Trusting me

The range of emotions this week has been high and low.  I am clearly out of the denial phase.  This is no longer just something I am talking about, the latest news, the hot topic.  This is real.  And my real attempt to prepare for something with which I have no idea how to prepare.   I will do my best to try to explain why this past week has been difficult, how I have dealt and what I have learned about myself.

First the good news; I had an MRI this week and it looked just fine.  No other areas of concern.  No masses, no malignancies.  I must admit, I was feeling pretty cocky about my attitude (you all have pumped me up) that I was unprepared for the hit my mood took while going to the cancer center for that scan.  Just putting on those damn hospital gowns seems to put me in a down mood.  Add to that a difficult IV stick and all of a sudden I wasn’t sure I could handle any of this.  A few days later I received my MRI report and while reading that everything was normal, I had a moment of “what am I doing?”  I think my biggest struggle with this is that in the end, it is MY decision.  Multiple experts have spelled out the data, given recommendations, provided me with information, risks, benefits, options and opinions.  I have reached out to friends, additional experts, done endless research and ended up with similar results.  It is my decision to make.  Not an easy task, my friends.

To say that I have spent hours, even days with this on my mind, would be an understatement.  There are so many “what ifs” in this scenario, it is impossible.  What if it never becomes anything?  What if I take off my breasts for “no reason”?  What if I do develop cancer?  What if this already is?  Would I regret not being proactive?  Will I regret doing this surgery?  What if I would need surgery in the future while Takayasu is unstable?  What if any of the future surgeries triggered a flare?  What is this surgery does?  What? What? What?  Too much.  What I have become sure of this past week is that for me, a woman with a very rare, very unpredictable disease, this potentially cancerous/benign area of cells that put me at higher risk for developing breast cancer is too much for me.  Too much for the ALL of me.  Not just for my body, but for my mind, for my responsibility to protect my body’s resources (remember the spoons?), for my need to protect my children’s mom and husband’s wife.  And what I have learned this week (okay, maybe just today as I write this) is that I trust myself.  Whew.  No idea when that happened.  But I know that I have become a real grown-up who needs to make real grown-up decisions.  I trust my feelings, my instincts, my education, and my abilities.  I know that in a few weeks when I have my breasts taken off, there will be no looking back because it is the right thing.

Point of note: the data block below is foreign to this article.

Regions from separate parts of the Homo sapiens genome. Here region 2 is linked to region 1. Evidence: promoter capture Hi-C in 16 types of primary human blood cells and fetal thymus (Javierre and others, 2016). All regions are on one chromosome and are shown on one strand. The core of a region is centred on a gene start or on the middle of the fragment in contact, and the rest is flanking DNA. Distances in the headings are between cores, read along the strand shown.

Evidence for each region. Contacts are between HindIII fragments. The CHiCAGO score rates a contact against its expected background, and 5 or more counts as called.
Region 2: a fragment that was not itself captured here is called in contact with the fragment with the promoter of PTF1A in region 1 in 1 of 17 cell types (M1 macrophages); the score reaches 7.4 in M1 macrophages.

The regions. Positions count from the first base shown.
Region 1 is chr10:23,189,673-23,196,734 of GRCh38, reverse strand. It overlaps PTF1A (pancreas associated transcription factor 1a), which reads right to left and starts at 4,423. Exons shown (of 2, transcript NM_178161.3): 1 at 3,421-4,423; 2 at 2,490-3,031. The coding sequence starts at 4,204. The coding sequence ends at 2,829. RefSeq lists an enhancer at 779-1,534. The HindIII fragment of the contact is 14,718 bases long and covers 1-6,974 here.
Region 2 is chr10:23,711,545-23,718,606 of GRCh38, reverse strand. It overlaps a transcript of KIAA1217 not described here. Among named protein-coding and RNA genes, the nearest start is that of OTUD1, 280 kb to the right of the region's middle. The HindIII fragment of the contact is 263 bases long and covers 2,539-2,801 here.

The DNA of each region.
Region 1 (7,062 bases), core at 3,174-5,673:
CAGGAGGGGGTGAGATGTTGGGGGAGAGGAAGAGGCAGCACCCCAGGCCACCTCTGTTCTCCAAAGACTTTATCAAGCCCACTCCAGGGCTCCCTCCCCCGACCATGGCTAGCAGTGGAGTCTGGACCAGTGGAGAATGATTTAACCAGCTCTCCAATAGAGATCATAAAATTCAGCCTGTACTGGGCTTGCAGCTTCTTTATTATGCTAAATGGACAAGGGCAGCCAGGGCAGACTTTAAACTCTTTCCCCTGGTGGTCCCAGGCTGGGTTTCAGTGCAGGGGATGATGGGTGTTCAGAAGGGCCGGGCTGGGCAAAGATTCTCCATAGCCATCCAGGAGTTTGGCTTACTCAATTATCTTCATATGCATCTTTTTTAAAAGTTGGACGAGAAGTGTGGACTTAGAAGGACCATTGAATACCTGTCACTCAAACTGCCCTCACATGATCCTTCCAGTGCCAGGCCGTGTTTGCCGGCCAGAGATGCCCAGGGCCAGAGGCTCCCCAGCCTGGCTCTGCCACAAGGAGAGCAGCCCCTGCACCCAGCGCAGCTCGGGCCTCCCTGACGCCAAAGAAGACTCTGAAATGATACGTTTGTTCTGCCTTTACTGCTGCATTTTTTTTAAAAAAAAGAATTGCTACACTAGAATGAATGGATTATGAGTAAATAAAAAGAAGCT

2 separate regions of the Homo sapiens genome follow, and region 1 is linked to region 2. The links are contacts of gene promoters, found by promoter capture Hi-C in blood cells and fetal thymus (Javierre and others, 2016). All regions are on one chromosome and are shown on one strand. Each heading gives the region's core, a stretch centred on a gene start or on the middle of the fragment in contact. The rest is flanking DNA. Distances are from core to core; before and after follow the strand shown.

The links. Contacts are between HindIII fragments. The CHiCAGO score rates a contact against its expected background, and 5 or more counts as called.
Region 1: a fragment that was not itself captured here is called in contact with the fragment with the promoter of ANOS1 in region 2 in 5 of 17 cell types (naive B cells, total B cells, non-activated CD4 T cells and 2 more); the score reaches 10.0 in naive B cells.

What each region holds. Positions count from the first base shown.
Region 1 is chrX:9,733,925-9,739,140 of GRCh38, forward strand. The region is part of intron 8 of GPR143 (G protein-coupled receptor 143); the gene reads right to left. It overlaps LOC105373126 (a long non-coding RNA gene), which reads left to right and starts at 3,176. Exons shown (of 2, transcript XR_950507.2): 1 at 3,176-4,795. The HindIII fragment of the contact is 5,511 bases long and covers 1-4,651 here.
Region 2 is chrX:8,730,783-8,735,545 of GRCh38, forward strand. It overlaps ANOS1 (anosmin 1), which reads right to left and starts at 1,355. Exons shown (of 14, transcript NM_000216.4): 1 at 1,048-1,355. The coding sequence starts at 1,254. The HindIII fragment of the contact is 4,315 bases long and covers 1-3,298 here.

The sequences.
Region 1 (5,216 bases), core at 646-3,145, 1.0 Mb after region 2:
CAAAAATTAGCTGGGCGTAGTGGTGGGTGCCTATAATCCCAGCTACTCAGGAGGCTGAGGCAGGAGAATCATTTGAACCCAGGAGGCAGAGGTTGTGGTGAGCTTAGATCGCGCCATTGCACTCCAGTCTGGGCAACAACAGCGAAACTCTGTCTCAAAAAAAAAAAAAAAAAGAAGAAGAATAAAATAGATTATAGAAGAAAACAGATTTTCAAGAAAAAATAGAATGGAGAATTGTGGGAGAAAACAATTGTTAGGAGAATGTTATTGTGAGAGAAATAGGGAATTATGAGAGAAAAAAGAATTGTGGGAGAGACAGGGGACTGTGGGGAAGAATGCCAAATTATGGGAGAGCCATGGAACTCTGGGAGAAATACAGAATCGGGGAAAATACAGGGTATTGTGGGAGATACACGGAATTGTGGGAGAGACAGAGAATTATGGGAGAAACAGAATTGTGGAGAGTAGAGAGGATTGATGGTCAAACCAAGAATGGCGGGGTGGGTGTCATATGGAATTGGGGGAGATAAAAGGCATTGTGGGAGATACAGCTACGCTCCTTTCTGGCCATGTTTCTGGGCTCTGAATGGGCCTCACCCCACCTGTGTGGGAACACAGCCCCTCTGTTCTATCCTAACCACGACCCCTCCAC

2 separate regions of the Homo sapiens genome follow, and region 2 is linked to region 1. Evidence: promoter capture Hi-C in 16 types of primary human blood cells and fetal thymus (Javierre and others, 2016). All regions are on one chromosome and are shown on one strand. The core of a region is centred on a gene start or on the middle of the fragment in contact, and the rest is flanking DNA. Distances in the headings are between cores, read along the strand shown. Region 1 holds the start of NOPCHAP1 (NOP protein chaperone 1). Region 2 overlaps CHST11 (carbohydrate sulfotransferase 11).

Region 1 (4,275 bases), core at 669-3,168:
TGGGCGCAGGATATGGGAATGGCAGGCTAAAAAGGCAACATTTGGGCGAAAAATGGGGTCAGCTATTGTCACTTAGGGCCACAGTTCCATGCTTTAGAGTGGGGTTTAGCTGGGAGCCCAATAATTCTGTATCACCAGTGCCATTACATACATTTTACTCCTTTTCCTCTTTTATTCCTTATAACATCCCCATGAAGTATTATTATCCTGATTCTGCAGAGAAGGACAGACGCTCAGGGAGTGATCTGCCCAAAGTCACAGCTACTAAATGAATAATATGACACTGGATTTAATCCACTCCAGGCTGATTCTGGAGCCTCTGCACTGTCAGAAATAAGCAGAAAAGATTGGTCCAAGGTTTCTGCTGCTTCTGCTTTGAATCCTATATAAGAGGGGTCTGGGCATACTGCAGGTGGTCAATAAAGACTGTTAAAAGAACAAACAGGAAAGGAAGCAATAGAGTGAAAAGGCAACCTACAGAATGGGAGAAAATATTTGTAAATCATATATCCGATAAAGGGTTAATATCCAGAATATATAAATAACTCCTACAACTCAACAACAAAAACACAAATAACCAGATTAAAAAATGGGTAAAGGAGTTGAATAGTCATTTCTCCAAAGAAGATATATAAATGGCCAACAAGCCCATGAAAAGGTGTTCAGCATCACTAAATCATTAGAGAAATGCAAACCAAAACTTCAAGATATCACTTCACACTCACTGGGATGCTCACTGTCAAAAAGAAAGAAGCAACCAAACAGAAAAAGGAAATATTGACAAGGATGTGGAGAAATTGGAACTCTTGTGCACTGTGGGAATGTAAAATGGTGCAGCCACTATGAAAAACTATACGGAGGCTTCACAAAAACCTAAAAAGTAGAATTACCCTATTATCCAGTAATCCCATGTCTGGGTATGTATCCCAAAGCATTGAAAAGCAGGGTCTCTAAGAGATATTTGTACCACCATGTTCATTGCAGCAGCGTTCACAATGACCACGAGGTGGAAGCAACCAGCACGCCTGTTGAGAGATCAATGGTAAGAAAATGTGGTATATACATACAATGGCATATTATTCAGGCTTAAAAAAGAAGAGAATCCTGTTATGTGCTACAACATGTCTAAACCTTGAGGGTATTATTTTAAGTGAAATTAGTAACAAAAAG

So you do not need to worry about me regarding this decision.  I have done the work, and I have considered every option.  I appreciate all the love and concern, and I don’t for one minute think that anyone who has asked about other options did it out of anything other than wanting the best for me.  Am I ready?  Probably not.  Do I want to go through this?  Nope.  But, it is the best decision.  Trust me.

I said at first I was trying to prepare.  I do not think that is possible.  I have a friend who has offered her talented, professional photography expertise to help me document my body in the next weeks.  I have begun internet research on what I might need down the road.  The best clothes to wear after surgery, my options for breast forms (okay, really funny and I must interrupt….I spent 20 minutes on a site before I realized the breast forms I was researching were for cross-dressers – and the measurements were for “male” chests.   Oops).  I have started shopping for post-op jammies, things to wear when I cannot raise my arms easily, and tank tops.  Each time I shop, I end up with a panic attack in the store even thinking about my future reality.  Not to put too fine a point on it, but it will be quite a big difference.  I am mourning.  I am preparing.  I am listening to a lot of Jason Mraz on repeat (Details in the Fabric if anyone needs to chill).  I am making sure I have photos to show my kids of them nursing.  It breaks my heart one minute, then the next I am amused to realize that I am looking at every single woman’s chest that passes me.  You know how when you are shopping for a car, you start noticing every make/model of cars on the road?   Sad but true for me and chests.  I’m sure I will adjust.  I will find clothes that work.  I will find something that makes me feel normal.  I am amazed at this process.  I’m sure I am not done being amazed with what will come.  I am sure that I am grateful for all of you.  Thank you for reading, commenting and thinking of me.